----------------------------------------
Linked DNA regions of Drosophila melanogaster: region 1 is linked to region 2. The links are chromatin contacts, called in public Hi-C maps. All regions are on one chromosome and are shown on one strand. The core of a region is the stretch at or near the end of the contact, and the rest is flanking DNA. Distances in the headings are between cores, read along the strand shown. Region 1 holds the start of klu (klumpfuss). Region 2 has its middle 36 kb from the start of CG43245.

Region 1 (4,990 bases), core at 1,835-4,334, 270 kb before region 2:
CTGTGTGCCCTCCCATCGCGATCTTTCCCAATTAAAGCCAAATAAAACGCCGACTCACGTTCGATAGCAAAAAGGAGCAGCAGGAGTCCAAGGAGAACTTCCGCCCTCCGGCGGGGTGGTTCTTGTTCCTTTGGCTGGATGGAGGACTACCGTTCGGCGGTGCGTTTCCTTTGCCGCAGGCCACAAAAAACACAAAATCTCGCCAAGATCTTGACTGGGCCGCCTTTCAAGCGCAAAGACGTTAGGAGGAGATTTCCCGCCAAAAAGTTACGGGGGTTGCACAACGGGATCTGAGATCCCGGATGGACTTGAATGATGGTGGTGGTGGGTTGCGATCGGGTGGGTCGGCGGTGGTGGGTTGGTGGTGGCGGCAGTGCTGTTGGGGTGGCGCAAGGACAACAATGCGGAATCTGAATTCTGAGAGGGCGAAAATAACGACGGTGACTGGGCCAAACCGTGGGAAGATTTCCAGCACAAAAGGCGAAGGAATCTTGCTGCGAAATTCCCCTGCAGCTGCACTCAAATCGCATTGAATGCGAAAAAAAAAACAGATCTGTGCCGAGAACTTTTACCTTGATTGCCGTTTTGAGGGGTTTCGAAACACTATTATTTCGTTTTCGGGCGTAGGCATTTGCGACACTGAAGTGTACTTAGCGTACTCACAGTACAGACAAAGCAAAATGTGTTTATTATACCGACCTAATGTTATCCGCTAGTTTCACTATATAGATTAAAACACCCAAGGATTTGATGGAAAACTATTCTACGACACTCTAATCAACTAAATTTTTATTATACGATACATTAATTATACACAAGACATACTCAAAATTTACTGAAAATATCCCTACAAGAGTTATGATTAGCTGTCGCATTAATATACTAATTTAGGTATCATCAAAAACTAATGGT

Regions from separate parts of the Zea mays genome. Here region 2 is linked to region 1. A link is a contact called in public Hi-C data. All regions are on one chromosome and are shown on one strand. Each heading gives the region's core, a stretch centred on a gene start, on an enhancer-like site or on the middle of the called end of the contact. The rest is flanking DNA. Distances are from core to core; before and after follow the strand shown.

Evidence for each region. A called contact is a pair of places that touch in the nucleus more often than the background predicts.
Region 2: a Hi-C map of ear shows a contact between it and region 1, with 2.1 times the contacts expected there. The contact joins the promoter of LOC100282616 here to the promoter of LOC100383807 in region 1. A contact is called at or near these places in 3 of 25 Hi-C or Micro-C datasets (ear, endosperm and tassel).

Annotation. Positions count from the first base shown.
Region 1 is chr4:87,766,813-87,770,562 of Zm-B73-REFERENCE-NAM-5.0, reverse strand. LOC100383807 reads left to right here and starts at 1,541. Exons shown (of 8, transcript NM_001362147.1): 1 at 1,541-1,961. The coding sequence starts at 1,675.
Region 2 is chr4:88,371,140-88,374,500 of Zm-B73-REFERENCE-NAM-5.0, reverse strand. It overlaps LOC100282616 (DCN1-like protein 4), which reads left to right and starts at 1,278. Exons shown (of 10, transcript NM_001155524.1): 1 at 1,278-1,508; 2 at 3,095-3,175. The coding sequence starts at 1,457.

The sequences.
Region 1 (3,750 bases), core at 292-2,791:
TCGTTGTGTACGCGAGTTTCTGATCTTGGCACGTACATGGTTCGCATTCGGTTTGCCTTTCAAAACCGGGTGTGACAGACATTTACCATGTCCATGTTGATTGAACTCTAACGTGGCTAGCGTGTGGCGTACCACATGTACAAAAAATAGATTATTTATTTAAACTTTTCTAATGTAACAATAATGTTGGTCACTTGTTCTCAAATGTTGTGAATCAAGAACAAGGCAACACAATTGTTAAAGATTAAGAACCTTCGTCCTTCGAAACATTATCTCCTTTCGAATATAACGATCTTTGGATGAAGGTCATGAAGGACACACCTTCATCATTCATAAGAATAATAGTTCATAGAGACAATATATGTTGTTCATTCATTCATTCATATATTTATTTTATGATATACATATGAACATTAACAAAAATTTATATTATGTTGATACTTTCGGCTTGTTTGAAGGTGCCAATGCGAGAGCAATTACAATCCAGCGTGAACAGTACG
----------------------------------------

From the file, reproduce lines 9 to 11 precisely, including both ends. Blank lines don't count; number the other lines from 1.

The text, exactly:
Region 2 is chr4:88,371,140-88,374,500 of Zm-B73-REFERENCE-NAM-5.0, reverse strand. It overlaps LOC100282616 (DCN1-like protein 4), which reads left to right and starts at 1,278. Exons shown (of 10, transcript NM_001155524.1): 1 at 1,278-1,508; 2 at 3,095-3,175. The coding sequence starts at 1,457.

The sequences.
Region 1 (3,750 bases), core at 292-2,791: